Patrol News should be sent electronically by way of the Internet
( or the CAP BBS at (334) 953-7515. If electronic transmission is not possible, please send file on 3 1/2" disk to:
Editor, CAP News, 105 S. Hansetl St., Building 714, Maxwell AFB, AL
36112-6332. Preferred formats for files are: Word for Windows,
Microsoft Word, Word Perfect or ASCIi text.
Postmaster: For change o/address, forward USPS Form 3579
to National Headquarters Cw~l Air Patrol/DP, Building 714, tO5
S. Hansell St., Maxwell AFB, AL 36112-6332. Second class
postage paid at Auburn. AL 36830.

Thqs news{0aoer is
I~r,nlea on recycleO

the commander of the PAO
who wrote the article was not
even aware of the release.
Remember -- all news releases and articles from
y o u a s a PA O m u s t b e
cleared by your commander unless you-have
made other arrangements.
Additionally, you must be
certain all involved in a rescue, find, etc., receive proper
credit. If the XYZ sheriffs department played a part in the
search, state so. Don't take
partial credit for something
we did not do or full credit
when others were part of the
success also.
Be certain to get the facts
straight. If you weren't on
scene, check with the mission
PAO or mission coordinator.
To cut out an agency or another volunteer group serves
no good purpose and may jeopardize a working relationship
that could be critical for the
purposes of future missions.
Of equal importance, be certain you're not writing a story
in which the participants are
violating CAP regulations. We
have been relying on you -the PAO submitting the articles-to be certain they comply with CAP regulations, policies and directives. We cannot
and do not want to "screen"
every article we receive.

Frankly, we don't have the
time nor desire. However, we
must always attempt to be certain the articles we print are
accurate and within our policies and guidelines.
Believe me, when one of our
members reads an article that
shows another is violating a
CAP regulation or public law,
I get lots of letters. "Yes -- I'm
responsible for the accuracy of
the information; however, you
too have the same responsibility to be certain what you send
to us is fair, complete and accurate.
As I said at the beginning
--you have a responsibility to
do more than just write a press
release. You must be certain
what you write is fair, accurate, and shows the event or
activity was conducted within
the scope of CAP guidelines.
You need not be an expert
in communications, operations, aerospace education, et
al. But you do need to become
knowledgeable in these areas
and know who your expert resources are and use them.
Bottom line: We'll continue
to make mistakes, but we just
don't want them to be too big
or too noticeable. At the same
time, we want to print as many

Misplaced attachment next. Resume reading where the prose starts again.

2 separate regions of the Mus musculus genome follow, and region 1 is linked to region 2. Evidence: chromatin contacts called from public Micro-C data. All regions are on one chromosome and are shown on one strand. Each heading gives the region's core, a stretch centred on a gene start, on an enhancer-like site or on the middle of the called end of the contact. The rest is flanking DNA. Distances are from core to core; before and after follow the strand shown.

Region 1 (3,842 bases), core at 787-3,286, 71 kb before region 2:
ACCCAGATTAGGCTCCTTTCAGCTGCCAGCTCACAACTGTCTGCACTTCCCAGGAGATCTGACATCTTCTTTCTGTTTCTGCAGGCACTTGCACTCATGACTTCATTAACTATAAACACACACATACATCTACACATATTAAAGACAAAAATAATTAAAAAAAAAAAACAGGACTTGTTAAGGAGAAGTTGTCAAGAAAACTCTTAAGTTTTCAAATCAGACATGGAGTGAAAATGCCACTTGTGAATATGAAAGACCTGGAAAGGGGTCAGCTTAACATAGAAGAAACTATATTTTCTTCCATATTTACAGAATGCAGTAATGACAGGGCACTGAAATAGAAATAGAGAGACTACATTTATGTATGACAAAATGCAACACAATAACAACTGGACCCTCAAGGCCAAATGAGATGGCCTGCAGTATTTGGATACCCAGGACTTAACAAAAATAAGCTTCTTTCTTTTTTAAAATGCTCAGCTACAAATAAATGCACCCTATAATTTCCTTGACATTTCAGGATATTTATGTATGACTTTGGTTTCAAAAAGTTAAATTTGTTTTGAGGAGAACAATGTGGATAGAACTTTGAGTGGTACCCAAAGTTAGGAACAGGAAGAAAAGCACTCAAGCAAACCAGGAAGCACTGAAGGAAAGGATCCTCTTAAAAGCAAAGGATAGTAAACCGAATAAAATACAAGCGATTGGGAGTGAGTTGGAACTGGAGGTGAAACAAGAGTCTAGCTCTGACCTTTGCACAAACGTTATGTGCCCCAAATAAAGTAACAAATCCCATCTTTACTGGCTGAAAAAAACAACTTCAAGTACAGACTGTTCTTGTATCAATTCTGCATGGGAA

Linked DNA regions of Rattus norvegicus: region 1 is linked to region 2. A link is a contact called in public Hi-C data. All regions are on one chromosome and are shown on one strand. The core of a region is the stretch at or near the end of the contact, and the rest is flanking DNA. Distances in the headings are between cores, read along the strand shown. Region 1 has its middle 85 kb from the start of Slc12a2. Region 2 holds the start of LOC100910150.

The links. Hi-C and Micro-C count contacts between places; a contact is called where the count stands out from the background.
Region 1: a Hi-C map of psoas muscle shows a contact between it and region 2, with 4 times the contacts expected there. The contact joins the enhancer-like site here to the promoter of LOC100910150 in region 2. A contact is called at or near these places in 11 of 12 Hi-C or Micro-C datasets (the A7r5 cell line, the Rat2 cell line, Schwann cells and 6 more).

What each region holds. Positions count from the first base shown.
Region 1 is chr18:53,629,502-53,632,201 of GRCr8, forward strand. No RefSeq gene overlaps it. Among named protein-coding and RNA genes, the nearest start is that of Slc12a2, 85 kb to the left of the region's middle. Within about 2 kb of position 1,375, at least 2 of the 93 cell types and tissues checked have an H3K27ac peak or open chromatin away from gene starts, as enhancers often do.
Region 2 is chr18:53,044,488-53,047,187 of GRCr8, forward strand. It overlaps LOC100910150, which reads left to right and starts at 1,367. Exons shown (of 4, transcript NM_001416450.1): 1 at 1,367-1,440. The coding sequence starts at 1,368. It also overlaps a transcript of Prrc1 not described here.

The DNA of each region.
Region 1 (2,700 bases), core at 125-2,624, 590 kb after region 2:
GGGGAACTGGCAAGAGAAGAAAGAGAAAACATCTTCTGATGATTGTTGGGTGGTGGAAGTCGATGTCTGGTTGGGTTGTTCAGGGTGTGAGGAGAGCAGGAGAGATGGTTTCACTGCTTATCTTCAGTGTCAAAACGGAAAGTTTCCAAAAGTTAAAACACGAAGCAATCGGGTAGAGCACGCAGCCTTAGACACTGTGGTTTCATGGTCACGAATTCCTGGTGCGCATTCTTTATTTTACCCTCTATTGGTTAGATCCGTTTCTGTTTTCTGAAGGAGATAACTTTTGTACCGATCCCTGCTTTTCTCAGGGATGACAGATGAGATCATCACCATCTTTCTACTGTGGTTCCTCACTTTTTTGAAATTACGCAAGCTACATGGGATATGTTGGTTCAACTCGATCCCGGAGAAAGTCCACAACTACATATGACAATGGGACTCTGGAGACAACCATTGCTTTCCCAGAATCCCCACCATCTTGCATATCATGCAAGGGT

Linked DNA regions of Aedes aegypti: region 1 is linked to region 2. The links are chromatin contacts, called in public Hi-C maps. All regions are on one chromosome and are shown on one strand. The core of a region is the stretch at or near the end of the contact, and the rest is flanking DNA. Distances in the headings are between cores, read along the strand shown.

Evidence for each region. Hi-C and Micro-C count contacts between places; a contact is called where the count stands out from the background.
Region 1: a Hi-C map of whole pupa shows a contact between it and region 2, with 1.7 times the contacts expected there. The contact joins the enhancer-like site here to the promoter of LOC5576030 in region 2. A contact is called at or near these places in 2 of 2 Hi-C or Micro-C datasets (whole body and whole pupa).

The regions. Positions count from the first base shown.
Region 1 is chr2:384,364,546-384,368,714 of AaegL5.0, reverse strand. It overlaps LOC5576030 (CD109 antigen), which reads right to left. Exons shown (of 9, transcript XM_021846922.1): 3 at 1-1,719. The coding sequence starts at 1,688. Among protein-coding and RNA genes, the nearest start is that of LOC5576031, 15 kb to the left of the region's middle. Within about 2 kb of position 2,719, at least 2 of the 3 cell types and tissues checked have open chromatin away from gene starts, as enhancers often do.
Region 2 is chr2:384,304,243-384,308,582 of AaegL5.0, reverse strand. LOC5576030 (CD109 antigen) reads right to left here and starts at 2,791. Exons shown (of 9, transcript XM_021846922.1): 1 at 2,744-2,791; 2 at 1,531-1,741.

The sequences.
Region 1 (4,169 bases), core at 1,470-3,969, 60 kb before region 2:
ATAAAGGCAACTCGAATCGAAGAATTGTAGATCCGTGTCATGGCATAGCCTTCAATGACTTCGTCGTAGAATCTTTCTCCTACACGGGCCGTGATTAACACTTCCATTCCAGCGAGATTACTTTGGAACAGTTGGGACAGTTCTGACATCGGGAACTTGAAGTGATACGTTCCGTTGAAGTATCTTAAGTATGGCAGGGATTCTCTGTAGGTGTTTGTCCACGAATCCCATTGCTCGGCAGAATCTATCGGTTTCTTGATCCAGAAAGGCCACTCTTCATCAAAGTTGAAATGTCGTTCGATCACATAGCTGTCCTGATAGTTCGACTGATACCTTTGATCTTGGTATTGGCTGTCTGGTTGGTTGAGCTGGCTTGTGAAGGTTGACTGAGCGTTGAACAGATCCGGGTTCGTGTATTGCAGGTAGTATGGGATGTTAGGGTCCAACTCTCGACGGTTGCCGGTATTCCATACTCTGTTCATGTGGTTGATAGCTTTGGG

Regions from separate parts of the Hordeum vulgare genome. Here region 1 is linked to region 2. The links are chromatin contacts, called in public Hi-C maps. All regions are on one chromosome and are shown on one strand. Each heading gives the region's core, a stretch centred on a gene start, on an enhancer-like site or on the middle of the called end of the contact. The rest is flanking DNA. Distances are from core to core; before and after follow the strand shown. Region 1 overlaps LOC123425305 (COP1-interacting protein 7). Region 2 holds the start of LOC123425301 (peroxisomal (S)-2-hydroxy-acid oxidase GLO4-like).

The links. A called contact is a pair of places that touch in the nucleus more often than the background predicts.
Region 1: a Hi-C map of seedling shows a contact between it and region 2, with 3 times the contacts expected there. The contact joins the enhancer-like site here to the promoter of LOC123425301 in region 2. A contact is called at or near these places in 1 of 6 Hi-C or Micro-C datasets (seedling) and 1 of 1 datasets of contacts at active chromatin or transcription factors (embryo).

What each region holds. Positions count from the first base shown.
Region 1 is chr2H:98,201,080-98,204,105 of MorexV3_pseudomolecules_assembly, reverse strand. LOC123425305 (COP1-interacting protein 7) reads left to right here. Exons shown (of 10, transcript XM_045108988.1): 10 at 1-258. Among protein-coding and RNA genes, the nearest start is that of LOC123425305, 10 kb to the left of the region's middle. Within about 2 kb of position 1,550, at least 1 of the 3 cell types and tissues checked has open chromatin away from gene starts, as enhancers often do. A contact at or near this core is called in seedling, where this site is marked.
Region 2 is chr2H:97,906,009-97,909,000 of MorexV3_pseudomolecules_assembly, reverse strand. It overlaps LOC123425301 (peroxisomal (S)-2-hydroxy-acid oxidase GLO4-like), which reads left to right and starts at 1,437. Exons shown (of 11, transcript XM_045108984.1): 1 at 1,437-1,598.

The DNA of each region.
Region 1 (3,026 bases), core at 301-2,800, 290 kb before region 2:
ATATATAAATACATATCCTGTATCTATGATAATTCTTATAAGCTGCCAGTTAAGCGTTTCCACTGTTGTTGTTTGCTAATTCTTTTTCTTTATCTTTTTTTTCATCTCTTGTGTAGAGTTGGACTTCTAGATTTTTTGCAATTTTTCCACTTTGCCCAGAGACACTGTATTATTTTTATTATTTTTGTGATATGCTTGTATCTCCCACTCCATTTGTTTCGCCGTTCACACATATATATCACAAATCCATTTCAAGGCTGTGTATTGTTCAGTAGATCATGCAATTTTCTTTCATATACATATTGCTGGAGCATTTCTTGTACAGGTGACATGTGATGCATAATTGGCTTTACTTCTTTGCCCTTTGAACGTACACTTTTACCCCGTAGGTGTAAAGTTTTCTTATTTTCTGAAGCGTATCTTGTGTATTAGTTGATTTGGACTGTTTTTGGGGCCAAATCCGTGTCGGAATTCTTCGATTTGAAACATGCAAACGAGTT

articles from you as possible.
Good selling, marketing and

CAP involvement a positive force
Civil Air Patrol News.
If you want to know what
CAP is all about, you need
I've frequently read and
heard tales of Civil Air Patrol l o o k n o f u r t h e r t h a n t h e
cadets heading out to the ser- Cloverfield squadron.
However, my temporary asvice academies and ROTC prosignment in California ended,
grams. So allow me to share
part of my own story.
In the summer of 1993, I
met some uniformed CAP
members for the first time. I
was at the E1 Toro Marine
Corps Air Station air show in
California. I saw them at work
all over the grounds and spoke
with the representatives at the
CAP information tables.
The information I got there
prompted me to find out more.
One phone call got me a prompt and so I ventured back to Atand courteous response from lanta. I was extremely pleased
to find a squadron equally moa member of the group staff.
Less than a week after my tivated, dedicated and "fired
first exposure to CAP, I went up" by the missions of CAP.
In the members of these two
to a Cloverfield Composite
squadrons, I began to underSquadron meeting in Santa
stand the deeper meaning
I only spent a short time which goes beyond any "memorandum of understanding" in
there, but I've never been surprised to see the squadron and our wearing of Air Force uniits members honored and rec- forms.
Just over a year later, I beognized in the pages of the
Dear Editor,

gan the process of applying for
an appointment to the U.S.
Air Force Officer Training
School. My decision -- in a
very large part-- was inspired
by the examples of the CAP
members and Air Force Reservists I came in contact with.
I am proud to say that on
Aug. 15, I will trade my CAP
uniform for that of an officer
candidate, but I know that this
will not be the end of my involvement in the Civil Air Patrol.
I encourage other cadets
and senior members who